Ron Paul emerged from Tuesday's five Republican presidential primaries in a stronger position to influence the GOP platform at the party convention this summer and with a better chance to make libertarian principles a mainstay in the GOP for years to come.
Paul, a U.S. representative from Texas, didn't win a state Tuesday. In fact, he has not won a state since the nominating primaries and caucuses began in January. He remains far behind frontrunner Mitt Romney, the presumptive nominee, in total delegates. An Associated Press estimate has Romney with 844 delegates out of the 1,144 needed for the nomination. Former Pennsylvania Sen. Rick Santorum has 260, former House Speaker Newt Gingrich 137 and Paul with 79.
But Santorum has dropped out of the race, and Gingrich's campaign is badly in debt and unable to generate any momentum. By contrast, Paul has plenty of money and no debt, and is well organized at the grassroots level.
Paul's forces are working hard to make sure that delegates who support him win places at the national convention by mastering the sometimes arcane rules and procedures that govern the states' delegate selection processes. Paul is also actively courting Santorum supporters in a number of states, such as Iowa and Minnesota.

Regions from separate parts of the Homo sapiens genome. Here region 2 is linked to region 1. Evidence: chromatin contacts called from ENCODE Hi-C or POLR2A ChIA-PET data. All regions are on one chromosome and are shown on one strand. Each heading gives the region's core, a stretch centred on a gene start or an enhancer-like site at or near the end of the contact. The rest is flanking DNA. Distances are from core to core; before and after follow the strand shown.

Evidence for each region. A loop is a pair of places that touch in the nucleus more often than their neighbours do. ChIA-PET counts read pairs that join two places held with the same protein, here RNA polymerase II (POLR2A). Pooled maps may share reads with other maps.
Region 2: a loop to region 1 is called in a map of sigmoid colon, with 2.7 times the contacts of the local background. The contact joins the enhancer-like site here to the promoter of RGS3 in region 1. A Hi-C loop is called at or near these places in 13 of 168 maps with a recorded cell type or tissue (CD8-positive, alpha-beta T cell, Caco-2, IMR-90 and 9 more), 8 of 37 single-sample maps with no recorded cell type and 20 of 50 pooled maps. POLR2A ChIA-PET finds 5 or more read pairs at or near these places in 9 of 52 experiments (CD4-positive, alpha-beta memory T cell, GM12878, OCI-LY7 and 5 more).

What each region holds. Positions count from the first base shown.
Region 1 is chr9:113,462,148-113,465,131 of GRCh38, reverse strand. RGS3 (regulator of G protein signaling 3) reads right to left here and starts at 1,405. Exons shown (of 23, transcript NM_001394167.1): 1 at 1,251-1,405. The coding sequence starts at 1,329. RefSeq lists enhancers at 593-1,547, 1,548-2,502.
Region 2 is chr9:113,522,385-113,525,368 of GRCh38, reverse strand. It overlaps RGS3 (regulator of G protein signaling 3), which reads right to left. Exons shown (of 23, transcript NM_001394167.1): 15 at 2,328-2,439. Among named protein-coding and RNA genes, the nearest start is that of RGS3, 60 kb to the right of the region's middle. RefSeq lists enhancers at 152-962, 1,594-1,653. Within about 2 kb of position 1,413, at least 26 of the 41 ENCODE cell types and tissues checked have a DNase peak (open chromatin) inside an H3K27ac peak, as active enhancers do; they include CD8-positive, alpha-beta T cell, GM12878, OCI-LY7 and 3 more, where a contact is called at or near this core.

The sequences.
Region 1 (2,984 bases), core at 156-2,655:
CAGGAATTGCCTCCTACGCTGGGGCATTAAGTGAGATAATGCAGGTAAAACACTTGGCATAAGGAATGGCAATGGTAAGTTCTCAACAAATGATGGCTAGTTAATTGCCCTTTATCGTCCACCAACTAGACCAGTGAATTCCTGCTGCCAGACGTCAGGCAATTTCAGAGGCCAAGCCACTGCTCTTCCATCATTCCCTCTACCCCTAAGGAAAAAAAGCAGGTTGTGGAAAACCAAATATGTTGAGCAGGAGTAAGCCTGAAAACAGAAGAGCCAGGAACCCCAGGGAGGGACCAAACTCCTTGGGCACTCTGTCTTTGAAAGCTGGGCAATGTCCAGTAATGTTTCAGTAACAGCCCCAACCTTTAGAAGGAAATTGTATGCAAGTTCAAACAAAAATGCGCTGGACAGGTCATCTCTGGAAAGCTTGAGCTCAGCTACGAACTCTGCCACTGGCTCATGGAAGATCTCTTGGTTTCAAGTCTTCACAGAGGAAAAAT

It's possible that Paul could move into second place by the time of the convention, especially if the Texas congressman comes close to the top in the Texas primary May 29, when 155 delegates will be at stake.
Paul has perhaps the most ardent supporters in the race. He backs huge cuts in the spending and power of the federal government, a quick end to the Afghanistan war, and a deep reduction in U.S. military commitments abroad.
Ken Walsh covers the White House and politics for U.S. News & World Report and writes “The Presidency” column for the U.S. News digital weekly. He can be reached at firstname.lastname@example.org or on Twitter.